Indiana’s standalone primary on May 3 has emerged as a must-win for Republican Ted Cruz. Both Donald Trump and Hillary Clinton come into the state with momentum from their multi-state wins last Tuesday. There are 57 delegates at stake in Indiana’s GOP primary, and 92 in the Democratic primary. The Rising American Electorate (RAE)—the unmarried women, people of color, and millennials who make up 57% of eligible voters nationally—make up only 46% of Indiana’s voting-eligible population. Unmarried women make up the largest percentage of the RAE in Indiana. Learn more about their lives.

April 27, 2016

The Atlantic: The 2016 Electorate is Voting Just as Predicted

At The Atlantic, Ronald Brownstein and Leah Askarinam have crunched the numbers on 22 state exit polls to find that  presidential primary candidates’ demographic appeals have remained remarkably consistent since the voting began in February. In other words: throughout this contest, a state’s demographic makeup—race, gender, age, and socioeconomic status—has been the major factor in determining which of the Republican and Democratic primary candidates will win there.

April 25, 2016

2016 Primary Spotlight: April 26 Primaries (CT, DE, MD, PA, RI)

The five presidential primaries next Tuesday are all on the east coast—Connecticut, Delaware, Maryland, Pennsylvania, and Rhode Island. These primaries could mark the end of Sen. Bernie Sanders’s presidential campaign and move the Republicans closer to a contested convention.

Here’s what’s at stake:

  • Connecticut: 70 Democratic delegates (awarded proportionally); 28 Republican (awarded proportionallyif no candidate gets >50%, winner-take-all if one candidate does)
  • Delaware: 31 Democratic delegates (awarded proportionally); 16 Republican (winner-take-all)
  • Maryland: 118 Democratic delegates (awarded proportionally); 38 Republican (winner-take-all by district and state)
  • Pennsylvania: 210 Democratic delegates (awarded proportionally); 71 Republican (winner-take-all/“loophole”)
  • Rhode Island: 33 Democratic delegates (awarded proportionally); 19 Republican (awarded proportionally)
  • The Rising American Electorate—unmarried women, people of color, and millennials—make up the majority of voters in Maryland (56%) and Delaware (56%) and close to half the electorate in the other primary states (49% in Connecticut, 47% in Pennsylvania, and 48% in Rhode Island).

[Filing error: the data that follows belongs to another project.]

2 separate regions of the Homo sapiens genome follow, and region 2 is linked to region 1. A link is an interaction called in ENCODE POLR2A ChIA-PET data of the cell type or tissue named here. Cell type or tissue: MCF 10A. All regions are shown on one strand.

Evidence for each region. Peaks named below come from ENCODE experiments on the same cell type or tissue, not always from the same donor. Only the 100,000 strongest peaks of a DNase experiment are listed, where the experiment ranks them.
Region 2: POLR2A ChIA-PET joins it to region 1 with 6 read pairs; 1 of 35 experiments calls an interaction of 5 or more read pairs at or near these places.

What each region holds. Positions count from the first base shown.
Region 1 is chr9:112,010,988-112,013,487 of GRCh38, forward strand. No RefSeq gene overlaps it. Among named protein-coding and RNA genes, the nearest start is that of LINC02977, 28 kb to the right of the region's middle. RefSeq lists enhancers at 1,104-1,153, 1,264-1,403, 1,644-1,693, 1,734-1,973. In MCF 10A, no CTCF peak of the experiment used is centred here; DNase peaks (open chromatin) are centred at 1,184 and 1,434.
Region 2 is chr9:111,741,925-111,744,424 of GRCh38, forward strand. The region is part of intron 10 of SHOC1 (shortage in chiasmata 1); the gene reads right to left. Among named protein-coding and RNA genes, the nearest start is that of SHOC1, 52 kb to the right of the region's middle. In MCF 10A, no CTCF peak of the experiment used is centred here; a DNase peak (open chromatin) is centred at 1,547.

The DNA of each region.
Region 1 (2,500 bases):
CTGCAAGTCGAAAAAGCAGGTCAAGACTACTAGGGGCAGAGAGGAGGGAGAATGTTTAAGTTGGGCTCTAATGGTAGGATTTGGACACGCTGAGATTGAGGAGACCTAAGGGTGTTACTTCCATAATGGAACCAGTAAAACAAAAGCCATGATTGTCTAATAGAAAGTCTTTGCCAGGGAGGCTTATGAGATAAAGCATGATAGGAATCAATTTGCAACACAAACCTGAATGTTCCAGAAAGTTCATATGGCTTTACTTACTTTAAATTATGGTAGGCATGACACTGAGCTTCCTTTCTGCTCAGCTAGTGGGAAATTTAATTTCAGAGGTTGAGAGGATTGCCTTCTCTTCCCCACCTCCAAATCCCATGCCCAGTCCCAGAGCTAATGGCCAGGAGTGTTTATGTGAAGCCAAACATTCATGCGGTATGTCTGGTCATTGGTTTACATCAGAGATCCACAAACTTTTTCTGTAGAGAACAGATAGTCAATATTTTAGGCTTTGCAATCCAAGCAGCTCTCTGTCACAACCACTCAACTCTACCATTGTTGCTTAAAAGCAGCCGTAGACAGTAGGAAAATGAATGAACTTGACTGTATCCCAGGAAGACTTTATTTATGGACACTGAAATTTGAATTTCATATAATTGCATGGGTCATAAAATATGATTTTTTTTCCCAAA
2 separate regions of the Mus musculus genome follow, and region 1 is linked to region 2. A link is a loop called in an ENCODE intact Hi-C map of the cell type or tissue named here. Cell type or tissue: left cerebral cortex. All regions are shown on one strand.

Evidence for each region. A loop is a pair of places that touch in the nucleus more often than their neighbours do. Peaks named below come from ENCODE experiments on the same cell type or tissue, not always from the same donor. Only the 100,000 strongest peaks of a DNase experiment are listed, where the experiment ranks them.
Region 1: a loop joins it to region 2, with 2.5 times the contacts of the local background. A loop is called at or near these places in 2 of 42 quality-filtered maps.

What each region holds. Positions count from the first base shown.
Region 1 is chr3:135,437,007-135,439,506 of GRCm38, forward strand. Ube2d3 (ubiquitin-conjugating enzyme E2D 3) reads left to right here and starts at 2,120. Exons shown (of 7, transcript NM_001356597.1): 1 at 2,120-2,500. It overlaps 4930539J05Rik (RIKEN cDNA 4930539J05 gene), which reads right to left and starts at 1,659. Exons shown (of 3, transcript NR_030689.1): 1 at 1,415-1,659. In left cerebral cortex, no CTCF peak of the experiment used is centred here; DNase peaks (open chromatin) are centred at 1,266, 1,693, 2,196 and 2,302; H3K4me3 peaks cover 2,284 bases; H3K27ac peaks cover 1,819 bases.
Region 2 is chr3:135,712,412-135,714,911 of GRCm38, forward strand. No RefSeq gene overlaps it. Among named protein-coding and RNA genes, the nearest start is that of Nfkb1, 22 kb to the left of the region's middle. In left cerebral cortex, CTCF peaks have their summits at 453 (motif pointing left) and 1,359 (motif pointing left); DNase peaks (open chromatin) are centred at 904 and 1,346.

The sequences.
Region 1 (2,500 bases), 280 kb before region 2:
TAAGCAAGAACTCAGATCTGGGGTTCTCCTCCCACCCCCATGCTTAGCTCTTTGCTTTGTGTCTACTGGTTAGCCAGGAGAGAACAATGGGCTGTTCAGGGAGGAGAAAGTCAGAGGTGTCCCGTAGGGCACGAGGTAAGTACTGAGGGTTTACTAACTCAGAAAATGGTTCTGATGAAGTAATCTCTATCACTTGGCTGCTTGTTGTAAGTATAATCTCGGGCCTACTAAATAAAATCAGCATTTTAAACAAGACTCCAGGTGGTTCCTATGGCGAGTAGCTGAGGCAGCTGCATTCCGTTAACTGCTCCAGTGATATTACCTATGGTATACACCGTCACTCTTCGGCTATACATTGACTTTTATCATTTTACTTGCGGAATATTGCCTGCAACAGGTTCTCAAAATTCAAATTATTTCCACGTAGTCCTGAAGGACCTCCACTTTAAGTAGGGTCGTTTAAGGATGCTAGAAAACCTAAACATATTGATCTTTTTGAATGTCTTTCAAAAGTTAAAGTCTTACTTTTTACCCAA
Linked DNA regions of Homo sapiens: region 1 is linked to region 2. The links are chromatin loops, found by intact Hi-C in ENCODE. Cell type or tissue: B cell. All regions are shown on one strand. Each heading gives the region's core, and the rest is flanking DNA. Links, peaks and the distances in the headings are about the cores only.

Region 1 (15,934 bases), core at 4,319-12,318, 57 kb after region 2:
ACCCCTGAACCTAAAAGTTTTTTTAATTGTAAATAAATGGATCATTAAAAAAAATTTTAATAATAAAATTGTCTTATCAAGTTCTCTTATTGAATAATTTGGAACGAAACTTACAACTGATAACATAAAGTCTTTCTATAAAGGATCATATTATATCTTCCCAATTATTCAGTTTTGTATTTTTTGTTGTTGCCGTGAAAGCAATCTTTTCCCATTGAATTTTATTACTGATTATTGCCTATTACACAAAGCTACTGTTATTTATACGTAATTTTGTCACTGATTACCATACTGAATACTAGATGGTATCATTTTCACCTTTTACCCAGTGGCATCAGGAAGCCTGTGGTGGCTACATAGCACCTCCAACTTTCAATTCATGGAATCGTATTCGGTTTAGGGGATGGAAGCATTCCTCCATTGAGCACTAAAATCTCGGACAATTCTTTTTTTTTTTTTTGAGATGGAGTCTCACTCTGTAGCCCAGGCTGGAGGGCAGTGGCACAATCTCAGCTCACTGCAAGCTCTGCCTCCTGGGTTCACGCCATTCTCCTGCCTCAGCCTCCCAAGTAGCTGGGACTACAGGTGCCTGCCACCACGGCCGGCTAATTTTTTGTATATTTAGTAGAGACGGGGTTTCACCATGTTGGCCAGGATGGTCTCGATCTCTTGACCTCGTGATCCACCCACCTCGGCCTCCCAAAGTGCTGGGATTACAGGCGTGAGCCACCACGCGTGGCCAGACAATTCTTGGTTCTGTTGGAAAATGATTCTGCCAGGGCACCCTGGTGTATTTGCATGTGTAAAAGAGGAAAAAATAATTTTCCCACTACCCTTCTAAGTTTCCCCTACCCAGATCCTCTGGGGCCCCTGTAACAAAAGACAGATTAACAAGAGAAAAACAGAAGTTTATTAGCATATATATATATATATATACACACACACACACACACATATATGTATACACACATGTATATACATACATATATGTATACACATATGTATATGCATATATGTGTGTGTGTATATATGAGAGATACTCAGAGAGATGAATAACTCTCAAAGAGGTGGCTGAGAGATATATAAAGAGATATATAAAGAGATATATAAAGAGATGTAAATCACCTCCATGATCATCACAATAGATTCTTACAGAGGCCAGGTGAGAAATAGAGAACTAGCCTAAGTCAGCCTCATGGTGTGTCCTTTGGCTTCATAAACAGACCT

Forty percent of the eligible voters in Maryland are people of color (40%), the largest share of any state voting on Tuesday. 30% of MD’s eligible voters are African Americans—and the participation of these voters could decide the tightly-contested Democratic primary race for the open U.S. Senate seat between Representatives Chris Van Hollen and Donna Edwards. According to Washington Post polling, voters are split along racial lines between Van Hollen, a white man, and Edwards, an African-American woman. The Post poll shows that Edwards has a 51-point lead among African-American women.

    The VPC has prepared in-depth profiles on unmarried women in each of Tuesday’s five primary states:
    Connecticut
    Delaware
    Maryland
    Pennsylvania
    Rhode Island

    April 5, 2016

    Bloomberg: The Definitely Messy, Probably Solvable Reasons Americans Don't Vote

    Here’s a great data visualization from Bloomberg Politics about the things that are keeping people from voting—including problems with access to the polls, voter registration, vote suppression, and the lack of absentee options. In 2012, only 57% of voting-age Americans cast a ballot… find out how many lost voters there are in your state.

    2016 Primary Spotlight: New Hampshire

    On February 9, New Hampshire voters will begin to winnow the field of presidential contenders. The New Hampshire primary is the first in the series of nationwide party primary elections (Iowa uses a caucus rather than a primary) and since 1952 it has been a major testing ground for candidates for both the Republican and Democratic nominations. Even though only a few delegates will be chosen in the New Hampshire primary, the massive media coverage it receives can make, break, or revive candidacies. One of the unique characteristics of the Granite State primary is that 60 percent of the voters who turn out in the two primaries have met at least one candidate.

    Demographically, New Hampshire is very different than the rest of the nation. Its population is 1.5 percent African-American; the country is 13.2 percent African-American. People in New Hampshire are more educated and more likely to be homeowners than are residents of other states.

    According to the most recent census data:

    • Women make up more than half of the state’s population.
    • 46.3% of New Hampshire’s women are unmarried.
    • Unmarried women make up 23.6% of the eligible voters in New Hampshire.
    • 61% of unmarried women are registered to vote.

    A detailed demographic analysis done for the Voter Participation Center shows that unmarried women have a large and vital economic stake in the outcome of the presidential election:

    • Unmarried women have the highest unemployment rate in the state – 6.5%.
    • They earn substantially less than married women. Unmarried women in New Hampshire earn close to 62% (61.8%) of what a man earns; married women earn close to 90% (89.8%).
    • Unmarried women are more than 7 times as likely to live in poverty (14.4 %) than married women (1.7%).
    • About seven in ten of all minimum wage or below-minimum wage workers in New Hampshire are women.

    Next up: South Carolina